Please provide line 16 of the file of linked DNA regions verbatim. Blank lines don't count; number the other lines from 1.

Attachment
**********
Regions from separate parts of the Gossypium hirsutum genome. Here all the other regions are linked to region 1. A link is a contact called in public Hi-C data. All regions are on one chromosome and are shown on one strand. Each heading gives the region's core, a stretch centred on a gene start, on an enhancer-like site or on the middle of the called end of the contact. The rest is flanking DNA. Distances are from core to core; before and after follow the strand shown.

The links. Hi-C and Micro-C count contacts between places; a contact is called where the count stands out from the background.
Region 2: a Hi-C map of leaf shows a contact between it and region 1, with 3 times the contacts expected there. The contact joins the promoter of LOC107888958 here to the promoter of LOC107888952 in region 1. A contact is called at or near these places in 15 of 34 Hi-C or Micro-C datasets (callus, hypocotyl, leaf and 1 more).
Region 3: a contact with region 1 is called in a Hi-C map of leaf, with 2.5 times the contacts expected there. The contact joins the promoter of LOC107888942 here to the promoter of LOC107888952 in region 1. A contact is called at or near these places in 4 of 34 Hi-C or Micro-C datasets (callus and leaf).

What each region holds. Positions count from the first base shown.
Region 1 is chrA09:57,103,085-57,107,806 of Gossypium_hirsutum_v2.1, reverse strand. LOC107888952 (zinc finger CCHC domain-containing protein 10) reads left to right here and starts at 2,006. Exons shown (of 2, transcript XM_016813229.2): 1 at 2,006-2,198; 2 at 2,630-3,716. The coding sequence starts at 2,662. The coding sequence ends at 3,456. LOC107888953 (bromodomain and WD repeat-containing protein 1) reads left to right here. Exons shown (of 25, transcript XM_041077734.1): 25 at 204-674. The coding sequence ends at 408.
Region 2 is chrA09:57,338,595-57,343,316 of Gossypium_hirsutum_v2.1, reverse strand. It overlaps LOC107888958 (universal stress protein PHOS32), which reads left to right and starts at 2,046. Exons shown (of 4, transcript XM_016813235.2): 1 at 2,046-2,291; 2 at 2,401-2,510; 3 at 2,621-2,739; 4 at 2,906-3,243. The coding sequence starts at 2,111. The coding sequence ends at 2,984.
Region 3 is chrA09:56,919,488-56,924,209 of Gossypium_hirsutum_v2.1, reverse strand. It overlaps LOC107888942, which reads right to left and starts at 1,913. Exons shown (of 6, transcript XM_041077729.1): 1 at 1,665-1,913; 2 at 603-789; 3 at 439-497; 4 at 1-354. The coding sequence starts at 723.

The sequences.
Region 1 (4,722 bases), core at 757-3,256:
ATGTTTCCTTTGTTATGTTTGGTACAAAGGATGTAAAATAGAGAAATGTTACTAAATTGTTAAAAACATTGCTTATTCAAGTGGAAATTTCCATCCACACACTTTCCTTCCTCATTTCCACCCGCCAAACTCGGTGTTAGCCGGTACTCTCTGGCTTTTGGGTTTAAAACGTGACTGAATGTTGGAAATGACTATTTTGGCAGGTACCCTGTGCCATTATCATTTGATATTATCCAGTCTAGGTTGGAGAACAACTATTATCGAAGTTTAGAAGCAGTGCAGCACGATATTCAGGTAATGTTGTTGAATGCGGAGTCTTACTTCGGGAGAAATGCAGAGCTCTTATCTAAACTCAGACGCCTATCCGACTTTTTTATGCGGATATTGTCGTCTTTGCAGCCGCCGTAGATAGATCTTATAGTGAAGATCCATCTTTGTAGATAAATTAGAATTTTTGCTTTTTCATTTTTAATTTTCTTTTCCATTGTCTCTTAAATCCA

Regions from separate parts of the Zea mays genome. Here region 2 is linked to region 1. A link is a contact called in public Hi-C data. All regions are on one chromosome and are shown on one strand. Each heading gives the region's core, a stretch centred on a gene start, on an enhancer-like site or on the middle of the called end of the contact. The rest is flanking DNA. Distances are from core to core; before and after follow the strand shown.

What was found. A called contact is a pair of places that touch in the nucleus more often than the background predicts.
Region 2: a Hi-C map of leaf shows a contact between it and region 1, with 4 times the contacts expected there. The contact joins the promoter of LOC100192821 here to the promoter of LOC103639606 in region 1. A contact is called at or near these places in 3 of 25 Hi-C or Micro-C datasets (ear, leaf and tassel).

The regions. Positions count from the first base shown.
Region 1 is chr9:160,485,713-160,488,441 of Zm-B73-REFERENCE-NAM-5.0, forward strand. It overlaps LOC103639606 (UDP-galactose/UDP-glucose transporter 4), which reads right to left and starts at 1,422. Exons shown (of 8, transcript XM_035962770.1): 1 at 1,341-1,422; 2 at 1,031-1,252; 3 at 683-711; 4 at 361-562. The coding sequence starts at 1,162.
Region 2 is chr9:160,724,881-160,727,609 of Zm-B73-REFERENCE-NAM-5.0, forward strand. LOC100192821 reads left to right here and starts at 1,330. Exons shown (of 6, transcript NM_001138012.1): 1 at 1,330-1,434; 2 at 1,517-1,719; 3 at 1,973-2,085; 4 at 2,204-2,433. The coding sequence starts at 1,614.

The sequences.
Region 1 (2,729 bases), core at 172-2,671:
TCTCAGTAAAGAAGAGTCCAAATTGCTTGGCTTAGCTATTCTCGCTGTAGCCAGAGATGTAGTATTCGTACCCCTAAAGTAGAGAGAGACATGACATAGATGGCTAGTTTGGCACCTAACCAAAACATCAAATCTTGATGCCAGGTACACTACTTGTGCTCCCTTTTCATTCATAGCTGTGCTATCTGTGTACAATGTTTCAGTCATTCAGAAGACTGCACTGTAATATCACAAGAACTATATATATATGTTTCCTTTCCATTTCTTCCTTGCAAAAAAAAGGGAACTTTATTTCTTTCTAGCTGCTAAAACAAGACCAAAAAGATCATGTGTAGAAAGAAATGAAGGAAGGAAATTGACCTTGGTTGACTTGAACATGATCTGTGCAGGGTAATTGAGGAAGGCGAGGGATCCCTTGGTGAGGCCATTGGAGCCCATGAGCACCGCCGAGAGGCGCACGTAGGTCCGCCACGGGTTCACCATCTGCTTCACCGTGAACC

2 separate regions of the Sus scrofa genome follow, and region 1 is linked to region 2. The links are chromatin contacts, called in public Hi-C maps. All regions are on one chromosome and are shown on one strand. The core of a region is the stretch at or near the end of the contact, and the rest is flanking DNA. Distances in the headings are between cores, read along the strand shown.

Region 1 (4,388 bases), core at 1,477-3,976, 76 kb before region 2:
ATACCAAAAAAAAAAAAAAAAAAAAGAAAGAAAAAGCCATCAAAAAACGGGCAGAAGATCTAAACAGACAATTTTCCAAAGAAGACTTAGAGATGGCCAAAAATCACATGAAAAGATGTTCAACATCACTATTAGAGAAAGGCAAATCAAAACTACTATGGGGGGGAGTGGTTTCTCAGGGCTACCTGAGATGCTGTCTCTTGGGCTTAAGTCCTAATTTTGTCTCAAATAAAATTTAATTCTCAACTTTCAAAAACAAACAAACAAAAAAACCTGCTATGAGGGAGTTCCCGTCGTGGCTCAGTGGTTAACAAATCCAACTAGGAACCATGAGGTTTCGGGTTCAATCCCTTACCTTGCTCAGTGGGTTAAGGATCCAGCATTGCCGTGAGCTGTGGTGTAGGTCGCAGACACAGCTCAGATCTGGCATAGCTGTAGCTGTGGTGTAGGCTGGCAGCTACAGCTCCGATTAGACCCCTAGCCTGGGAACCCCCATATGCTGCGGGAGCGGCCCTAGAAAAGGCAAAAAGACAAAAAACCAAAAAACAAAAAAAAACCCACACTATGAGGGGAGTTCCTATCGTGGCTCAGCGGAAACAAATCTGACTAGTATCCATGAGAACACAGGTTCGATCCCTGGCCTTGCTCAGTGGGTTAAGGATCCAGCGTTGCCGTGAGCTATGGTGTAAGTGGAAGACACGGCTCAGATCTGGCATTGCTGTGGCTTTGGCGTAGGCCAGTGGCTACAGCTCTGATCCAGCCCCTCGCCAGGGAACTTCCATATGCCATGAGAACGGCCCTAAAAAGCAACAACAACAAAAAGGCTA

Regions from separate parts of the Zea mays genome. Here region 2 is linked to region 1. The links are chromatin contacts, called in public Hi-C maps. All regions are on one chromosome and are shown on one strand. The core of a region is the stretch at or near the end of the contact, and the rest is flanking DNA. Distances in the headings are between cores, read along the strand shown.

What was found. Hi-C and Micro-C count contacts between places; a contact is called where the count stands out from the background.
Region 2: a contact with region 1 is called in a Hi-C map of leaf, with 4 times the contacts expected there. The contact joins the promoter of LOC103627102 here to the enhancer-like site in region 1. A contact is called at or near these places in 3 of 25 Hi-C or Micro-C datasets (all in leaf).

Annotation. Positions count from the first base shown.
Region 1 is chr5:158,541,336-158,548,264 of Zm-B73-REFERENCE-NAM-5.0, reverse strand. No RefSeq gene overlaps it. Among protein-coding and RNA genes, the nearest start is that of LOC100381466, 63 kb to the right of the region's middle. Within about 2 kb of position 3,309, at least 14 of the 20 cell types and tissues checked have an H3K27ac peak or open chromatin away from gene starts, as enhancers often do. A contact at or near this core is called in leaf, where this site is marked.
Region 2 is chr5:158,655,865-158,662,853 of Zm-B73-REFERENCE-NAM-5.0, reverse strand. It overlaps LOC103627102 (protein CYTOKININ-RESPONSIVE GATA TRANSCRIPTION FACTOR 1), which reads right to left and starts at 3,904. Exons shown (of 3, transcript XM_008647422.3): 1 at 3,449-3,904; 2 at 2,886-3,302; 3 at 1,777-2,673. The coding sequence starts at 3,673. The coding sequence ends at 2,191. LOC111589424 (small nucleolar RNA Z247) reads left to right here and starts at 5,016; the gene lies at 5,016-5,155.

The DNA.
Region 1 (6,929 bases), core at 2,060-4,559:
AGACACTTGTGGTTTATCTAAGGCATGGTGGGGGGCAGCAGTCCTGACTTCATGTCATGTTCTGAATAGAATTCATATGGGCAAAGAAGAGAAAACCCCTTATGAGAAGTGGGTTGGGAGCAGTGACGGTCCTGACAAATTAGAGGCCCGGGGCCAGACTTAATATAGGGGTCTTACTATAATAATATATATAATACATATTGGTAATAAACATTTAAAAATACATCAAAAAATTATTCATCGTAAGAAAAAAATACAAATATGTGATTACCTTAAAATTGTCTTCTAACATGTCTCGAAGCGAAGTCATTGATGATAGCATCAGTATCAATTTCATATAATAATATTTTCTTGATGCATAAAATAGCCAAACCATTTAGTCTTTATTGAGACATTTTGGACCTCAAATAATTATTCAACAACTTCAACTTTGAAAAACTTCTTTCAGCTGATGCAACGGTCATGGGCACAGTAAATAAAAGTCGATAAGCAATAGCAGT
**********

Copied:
Region 1 is chr9:160,485,713-160,488,441 of Zm-B73-REFERENCE-NAM-5.0, forward strand. It overlaps LOC103639606 (UDP-galactose/UDP-glucose transporter 4), which reads right to left and starts at 1,422. Exons shown (of 8, transcript XM_035962770.1): 1 at 1,341-1,422; 2 at 1,031-1,252; 3 at 683-711; 4 at 361-562. The coding sequence starts at 1,162.